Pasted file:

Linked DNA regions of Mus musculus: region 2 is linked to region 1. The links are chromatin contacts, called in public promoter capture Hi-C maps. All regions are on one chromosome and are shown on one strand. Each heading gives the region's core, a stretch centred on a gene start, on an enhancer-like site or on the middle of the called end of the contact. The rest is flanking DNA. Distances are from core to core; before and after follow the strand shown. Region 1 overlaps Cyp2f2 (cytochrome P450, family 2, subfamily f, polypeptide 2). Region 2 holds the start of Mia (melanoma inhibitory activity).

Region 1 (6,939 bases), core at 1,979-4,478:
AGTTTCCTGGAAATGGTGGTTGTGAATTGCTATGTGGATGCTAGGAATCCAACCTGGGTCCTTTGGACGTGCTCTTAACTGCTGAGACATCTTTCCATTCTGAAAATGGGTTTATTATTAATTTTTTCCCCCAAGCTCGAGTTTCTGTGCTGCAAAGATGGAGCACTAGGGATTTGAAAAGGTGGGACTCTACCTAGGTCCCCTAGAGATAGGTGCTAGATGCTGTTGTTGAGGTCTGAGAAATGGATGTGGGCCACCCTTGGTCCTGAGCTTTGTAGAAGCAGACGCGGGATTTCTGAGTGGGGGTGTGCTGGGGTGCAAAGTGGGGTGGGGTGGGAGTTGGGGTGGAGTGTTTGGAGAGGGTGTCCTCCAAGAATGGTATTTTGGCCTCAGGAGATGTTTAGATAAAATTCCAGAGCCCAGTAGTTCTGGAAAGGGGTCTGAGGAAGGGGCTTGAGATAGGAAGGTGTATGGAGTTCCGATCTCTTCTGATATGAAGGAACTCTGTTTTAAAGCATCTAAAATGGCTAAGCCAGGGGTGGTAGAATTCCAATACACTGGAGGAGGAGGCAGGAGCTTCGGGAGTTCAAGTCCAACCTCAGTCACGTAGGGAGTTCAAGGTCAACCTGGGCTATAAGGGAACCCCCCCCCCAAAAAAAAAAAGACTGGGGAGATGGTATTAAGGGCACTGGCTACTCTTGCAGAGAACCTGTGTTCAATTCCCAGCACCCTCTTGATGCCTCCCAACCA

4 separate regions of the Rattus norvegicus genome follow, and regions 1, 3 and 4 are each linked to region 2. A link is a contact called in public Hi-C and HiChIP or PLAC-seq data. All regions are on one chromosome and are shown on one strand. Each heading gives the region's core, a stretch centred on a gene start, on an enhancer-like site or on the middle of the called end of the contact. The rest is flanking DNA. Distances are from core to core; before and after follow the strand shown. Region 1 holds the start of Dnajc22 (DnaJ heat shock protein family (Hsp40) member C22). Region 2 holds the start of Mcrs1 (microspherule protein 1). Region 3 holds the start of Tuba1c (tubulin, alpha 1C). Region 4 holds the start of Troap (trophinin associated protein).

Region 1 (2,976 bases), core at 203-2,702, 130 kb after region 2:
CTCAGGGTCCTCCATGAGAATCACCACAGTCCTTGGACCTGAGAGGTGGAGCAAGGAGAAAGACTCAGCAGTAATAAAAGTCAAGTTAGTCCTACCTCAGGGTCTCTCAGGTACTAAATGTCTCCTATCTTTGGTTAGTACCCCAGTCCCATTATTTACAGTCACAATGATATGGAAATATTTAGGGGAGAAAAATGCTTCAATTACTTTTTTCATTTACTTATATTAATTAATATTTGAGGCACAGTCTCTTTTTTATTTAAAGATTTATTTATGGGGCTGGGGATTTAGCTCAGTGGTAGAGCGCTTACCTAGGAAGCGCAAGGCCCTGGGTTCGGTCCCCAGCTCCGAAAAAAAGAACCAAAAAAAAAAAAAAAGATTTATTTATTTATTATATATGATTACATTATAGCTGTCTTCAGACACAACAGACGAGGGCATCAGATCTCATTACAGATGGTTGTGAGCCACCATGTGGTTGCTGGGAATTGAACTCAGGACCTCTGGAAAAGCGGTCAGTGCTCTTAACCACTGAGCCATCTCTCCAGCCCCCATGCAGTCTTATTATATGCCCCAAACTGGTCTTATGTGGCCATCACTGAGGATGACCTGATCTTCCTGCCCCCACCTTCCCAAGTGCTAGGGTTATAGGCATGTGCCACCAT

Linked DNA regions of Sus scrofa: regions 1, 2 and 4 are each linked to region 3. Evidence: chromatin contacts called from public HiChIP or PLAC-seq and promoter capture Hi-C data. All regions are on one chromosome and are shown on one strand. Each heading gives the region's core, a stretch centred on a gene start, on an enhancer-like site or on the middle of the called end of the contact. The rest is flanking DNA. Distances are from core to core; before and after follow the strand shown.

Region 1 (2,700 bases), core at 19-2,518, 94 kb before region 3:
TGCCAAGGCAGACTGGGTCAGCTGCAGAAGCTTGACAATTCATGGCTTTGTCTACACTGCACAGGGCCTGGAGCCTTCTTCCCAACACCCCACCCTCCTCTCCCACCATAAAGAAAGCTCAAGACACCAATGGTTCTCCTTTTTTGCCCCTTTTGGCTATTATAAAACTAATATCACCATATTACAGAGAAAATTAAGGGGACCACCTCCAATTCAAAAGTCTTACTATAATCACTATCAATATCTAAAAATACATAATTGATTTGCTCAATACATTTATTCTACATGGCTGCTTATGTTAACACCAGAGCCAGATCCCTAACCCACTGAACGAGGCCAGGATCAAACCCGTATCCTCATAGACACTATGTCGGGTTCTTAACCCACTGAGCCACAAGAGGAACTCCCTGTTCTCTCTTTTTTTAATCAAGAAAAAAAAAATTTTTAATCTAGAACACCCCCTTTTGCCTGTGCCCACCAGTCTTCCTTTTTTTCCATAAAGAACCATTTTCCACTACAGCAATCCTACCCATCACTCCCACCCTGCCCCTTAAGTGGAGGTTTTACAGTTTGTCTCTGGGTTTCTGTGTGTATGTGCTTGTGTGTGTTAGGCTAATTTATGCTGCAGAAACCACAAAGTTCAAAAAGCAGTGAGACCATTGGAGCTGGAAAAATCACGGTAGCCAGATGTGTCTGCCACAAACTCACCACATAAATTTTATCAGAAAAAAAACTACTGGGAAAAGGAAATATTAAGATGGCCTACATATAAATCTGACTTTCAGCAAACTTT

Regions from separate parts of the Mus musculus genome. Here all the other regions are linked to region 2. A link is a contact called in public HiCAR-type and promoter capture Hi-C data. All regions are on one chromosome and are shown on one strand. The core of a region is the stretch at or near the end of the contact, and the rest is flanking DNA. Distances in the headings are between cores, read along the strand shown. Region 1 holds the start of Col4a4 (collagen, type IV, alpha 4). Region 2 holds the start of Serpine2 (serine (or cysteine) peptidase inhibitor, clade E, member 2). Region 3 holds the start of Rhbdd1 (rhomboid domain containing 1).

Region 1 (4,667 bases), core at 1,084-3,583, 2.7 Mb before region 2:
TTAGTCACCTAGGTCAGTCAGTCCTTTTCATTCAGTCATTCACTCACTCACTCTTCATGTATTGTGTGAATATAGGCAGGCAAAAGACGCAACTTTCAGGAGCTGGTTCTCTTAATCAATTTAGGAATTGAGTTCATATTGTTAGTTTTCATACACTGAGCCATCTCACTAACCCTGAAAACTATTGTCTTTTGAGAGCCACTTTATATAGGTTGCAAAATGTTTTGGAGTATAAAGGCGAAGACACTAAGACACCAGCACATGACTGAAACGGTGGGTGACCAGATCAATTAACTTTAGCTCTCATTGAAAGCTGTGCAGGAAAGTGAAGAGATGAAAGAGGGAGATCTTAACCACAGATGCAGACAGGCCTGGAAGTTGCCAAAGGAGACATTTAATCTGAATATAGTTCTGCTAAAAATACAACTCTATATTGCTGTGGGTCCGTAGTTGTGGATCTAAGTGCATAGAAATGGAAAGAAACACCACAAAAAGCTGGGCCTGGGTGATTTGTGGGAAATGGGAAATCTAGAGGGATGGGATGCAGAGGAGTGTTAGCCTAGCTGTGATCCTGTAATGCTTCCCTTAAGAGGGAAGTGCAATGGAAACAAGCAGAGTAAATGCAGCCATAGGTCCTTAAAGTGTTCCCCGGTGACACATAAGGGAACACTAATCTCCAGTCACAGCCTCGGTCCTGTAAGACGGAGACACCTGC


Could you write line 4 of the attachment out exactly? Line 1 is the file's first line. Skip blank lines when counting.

4 separate regions of the Rattus norvegicus genome follow, and regions 1, 3 and 4 are each linked to region 2. A link is a contact called in public Hi-C and HiChIP or PLAC-seq data. All regions are on one chromosome and are shown on one strand. Each heading gives the region's core, a stretch centred on a gene start, on an enhancer-like site or on the middle of the called end of the contact. The rest is flanking DNA. Distances are from core to core; before and after follow the strand shown. Region 1 holds the start of Dnajc22 (DnaJ heat shock protein family (Hsp40) member C22). Region 2 holds the start of Mcrs1 (microspherule protein 1). Region 3 holds the start of Tuba1c (tubulin, alpha 1C). Region 4 holds the start of Troap (trophinin associated protein).